7. Zombi and Lizzie, when I saw that article, I mentally subtracted nursing and teaching from the results. I sort of thought I'd read something about nursing along the lines of what Zombi said. And while one of my grandmothers went to college to become a teacher, from what she told me, hats and formal dresses weren't exactly a part of her life. I never heard any of the older women in my family talk about college. My other grandmother and my great-aunt graduated from female seminary's. Gauging from their books, I'd call them humanities focused high schools- heavy on languages and art- not so much on science or math :(. A couple of months in France and Italy for "finishing" (circa 1920's) and THEN off to marriage!

    I can imagine that attending a well-regarded university attracted a different type of young woman- especially by the 30's and 40's.
  8. RodeoRose

    RodeoRose A-List Customer

    As a current college gal myself, this is most interesting, and pertinent as I start back-to-school shopping. I'm actually surprised how much these girls had (10 pairs of shoes, 11 blouses, 13 day dresses!). I always thought my overstuffed closets were thoroughly unvintage, assuming actual closets held just a bare minimum of pieces. Though of course, the college set generally wasn't as strapped for cash then, as mentioned here.

    Yes indeed! This article was just the validation I needed; I really never will have too many pairs of stockings for our bitter winters lol.
  9. At first I thought those numbers just had to be off. I grew up in a house built in the 1800's, and the closets were miniscule! And my dorm closet was similar in size. A rod about four feet long, plus whatever I could cram in the shelves above, and into my dresser. How could those 40's era gals have much bigger closets?

    But.... If you consider those numbers as a total of what a girl had, then some of it was off-season. I could easily fit one season's worth of clothes into my closet, at home and at the dorm. The rest was in the attic or a spare bedroom closet. Admittedly my closets were still stuffed, especially when I threw in my ROTC gear, but but it was doable.

    Now, these days- absolutely no way. My HATS need their own closet! But I'm not a college girl:). I'm a mature career gal- with stuff, lots of stuff. And I have a spare bedroom that's just dying to be turned into a dressing room. Nothing but closet, vanity, perfume, cosmetics, and HATS. Red velvet accessories included!
    Last edited: Jul 31, 2011
  10. I agree with this, at first I was like, "wow!" But if you think about the blouses, that meant that a girl had 10 blouses for summer, spring, fall, and winter. That means 5 short-sleeve blouses for summer (a week's worth) and 5 blouses long-sleeve for winter (a week's worth). The same with the skirts. That's actually not that many clothes, especially considering the average cost spent- those must have been very nice pieces and I imagine they lasted a long time.

    When I went to college, I also had a small closet. My dorm had been built in the 1920s as one of the first men's dormitory on campus, before that men lived off campus and women lived on campus (the women had a new dorm built at the same time as the facility I lived in). Men and women's dorms were originally physically on different sides of the campus (West and North). I had a three-foot closet, originally intended for two men. I easily fit all of my clothes, luggage, and junk into that and a dresser. I went with a 2 pairs of jeans, a pair of pants, 3 skirts, 14 t-shirts, 4 blouses, a vest, 8 sweaters, 3 sweatshirts, and 2 or 3 dresses. I also had 3 or 4 outside jackets. I had several sets of mittens and winter hats. All that clothing got me through 4 years of college. It always seemed like I had way more clothes than anyone else I knew too, at least when I had to pack up my car! ;)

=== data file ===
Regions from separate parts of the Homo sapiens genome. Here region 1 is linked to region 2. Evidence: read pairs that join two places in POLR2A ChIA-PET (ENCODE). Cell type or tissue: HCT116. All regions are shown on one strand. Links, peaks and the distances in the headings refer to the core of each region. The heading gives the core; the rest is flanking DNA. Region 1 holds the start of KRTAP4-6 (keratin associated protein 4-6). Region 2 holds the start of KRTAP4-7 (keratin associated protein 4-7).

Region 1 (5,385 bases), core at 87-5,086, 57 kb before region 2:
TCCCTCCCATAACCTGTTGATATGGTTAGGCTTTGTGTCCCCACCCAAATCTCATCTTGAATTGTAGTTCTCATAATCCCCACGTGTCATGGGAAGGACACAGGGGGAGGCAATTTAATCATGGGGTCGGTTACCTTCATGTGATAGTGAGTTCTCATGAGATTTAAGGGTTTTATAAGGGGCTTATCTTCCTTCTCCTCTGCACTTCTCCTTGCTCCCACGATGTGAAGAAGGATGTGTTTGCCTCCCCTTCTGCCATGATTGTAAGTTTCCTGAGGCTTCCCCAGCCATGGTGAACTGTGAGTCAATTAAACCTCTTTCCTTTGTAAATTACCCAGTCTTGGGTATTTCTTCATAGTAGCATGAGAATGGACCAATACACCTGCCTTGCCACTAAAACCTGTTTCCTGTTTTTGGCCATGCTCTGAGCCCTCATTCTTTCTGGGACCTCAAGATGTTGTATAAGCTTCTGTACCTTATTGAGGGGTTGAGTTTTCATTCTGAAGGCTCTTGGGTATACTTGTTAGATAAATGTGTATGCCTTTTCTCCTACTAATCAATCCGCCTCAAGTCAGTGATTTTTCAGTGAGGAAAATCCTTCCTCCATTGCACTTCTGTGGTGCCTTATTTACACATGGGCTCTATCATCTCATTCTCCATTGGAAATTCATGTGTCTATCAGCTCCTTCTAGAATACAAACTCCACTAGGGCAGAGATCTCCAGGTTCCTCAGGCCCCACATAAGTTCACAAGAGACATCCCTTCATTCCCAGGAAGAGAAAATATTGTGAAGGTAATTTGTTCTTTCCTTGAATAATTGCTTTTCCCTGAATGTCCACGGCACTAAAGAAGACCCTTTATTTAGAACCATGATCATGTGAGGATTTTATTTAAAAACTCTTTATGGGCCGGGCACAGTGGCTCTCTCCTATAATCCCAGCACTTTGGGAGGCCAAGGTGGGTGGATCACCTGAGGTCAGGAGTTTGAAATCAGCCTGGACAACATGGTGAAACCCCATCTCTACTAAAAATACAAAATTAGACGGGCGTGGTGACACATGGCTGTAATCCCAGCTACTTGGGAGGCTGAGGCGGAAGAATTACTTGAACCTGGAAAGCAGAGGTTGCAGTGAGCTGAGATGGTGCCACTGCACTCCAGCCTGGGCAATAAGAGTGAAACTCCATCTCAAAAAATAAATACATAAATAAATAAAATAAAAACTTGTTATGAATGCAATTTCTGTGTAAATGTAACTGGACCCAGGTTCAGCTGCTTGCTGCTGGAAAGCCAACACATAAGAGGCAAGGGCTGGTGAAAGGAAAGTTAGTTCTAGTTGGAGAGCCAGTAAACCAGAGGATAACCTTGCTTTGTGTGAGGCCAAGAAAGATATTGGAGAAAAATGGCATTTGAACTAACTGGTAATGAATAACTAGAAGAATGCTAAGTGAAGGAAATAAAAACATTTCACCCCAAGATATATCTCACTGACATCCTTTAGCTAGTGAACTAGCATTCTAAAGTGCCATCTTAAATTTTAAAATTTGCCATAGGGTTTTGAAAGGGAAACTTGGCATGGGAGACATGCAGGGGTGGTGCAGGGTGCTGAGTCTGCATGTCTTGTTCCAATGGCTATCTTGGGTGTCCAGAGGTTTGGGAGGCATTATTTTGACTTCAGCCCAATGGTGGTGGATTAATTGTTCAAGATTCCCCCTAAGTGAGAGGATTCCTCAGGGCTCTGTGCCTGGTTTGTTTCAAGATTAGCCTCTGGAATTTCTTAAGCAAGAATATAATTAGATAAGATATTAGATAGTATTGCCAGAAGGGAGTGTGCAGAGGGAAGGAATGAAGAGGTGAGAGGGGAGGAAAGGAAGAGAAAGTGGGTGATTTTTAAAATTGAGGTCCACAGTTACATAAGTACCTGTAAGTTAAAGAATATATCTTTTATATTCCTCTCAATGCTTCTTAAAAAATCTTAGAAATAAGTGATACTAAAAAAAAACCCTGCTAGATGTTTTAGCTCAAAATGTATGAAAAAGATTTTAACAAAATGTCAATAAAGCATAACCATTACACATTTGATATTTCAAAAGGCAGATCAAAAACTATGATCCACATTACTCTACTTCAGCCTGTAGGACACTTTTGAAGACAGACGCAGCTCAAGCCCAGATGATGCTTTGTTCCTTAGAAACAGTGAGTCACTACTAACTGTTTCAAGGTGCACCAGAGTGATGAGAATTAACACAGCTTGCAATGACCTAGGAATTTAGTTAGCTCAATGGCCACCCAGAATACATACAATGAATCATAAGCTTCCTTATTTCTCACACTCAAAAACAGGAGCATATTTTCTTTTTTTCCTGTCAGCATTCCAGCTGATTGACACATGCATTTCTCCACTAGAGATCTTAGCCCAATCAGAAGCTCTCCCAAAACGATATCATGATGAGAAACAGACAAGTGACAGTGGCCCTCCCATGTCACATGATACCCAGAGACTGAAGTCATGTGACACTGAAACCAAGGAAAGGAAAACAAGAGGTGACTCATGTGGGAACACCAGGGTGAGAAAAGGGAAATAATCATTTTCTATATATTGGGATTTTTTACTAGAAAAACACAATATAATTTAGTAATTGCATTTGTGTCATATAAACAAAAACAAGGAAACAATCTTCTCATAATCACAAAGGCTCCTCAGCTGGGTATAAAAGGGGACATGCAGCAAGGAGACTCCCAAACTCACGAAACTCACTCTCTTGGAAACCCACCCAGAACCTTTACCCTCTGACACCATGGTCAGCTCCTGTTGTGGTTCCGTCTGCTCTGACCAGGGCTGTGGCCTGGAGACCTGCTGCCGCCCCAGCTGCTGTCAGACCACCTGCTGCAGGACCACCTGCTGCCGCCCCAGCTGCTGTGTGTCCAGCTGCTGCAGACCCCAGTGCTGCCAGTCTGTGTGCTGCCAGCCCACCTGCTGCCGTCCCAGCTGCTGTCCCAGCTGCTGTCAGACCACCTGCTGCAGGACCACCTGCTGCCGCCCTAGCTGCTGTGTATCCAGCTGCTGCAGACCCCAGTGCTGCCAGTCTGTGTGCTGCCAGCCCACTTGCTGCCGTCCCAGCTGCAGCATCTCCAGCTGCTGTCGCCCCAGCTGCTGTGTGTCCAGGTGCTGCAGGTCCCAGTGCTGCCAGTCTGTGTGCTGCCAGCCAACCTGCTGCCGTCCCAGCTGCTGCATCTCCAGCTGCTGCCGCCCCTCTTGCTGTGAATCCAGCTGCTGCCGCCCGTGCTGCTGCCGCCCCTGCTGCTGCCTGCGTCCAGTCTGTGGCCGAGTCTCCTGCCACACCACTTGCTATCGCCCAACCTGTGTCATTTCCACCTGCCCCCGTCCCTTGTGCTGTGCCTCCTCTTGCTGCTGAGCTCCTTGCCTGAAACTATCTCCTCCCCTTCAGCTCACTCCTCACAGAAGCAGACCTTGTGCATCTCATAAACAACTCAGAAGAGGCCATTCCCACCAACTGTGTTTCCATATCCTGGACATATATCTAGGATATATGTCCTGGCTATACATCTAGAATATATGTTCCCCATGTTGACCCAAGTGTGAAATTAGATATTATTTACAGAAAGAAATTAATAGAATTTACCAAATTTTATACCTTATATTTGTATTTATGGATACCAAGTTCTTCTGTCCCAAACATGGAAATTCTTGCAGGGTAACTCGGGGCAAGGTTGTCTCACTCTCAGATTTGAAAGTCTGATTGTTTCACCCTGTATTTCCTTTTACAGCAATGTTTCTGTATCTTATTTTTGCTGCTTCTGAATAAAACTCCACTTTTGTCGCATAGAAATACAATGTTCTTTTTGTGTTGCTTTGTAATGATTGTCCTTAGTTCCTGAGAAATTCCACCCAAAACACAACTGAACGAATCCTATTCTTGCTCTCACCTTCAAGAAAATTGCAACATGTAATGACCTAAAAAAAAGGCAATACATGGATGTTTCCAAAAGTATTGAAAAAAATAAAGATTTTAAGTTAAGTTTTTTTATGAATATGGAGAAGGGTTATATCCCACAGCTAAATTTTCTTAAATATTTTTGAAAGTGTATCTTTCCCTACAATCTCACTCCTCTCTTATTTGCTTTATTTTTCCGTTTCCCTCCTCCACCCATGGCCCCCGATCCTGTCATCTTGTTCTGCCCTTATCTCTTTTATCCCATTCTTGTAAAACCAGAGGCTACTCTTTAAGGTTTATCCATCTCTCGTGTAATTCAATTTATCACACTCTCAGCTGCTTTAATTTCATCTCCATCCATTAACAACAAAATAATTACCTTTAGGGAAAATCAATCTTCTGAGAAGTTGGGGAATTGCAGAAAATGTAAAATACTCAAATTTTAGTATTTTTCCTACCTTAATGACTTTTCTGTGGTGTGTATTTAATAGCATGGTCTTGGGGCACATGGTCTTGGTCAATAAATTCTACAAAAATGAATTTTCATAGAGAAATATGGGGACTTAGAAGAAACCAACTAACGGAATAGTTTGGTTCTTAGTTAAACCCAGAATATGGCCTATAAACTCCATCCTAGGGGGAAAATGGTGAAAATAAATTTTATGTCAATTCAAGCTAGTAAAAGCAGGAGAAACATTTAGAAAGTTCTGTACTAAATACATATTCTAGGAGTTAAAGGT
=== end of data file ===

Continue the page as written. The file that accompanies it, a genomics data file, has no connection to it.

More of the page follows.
I find it interesting the colleges chosen. Two of my alma maters are listed (which makes this peronally fascinating), both of which were co-ed, although one was historically originally a men's seminary and still is private. The other originally was co-ed and has both state and private colleges.
  11. Frk.W

    Frk.W New in Town

    I think the relative cost of clothes was different from today as well, that's one thing we tend to forget today - we generally don't pay what clothes would cost to make in the same economy that we live and work in, and much of the new clothing people buy and wear is constructed much more simply, with cheaper materials, than the clothes people bought and wore in the 1940's. The difference is even greater if you go back to the 19th century; clothes were serious investments for middle and working class people, because it's a very labour intensive product, from harvesting raw materials to dyeing to weaving to cutting to sewing, and it's an investment you have to make. Especially men's clothes had to be invested in, because they lived a greater part of their lives in public.

    There's a very comprehensive French study, made by an anthropologist in the second half of the 19th century, which lists the value of all the items owned by French farmer, working class and lower middle class families. Clothes make up a huge portion. There's no getting around it, you have to have clothes, even if you're poor, and you have to have proper clothes too, clothes that (at the very least) maintain your position in society. It's not as frivolous as many people tend to think at all; being less than properly dressed in the public sphere has real consequences. I think that might be part of why the average amount of money spent of clothing is high, too - class is definitely a factor, but the simple fact that clothes are worth so much less today also plays into it.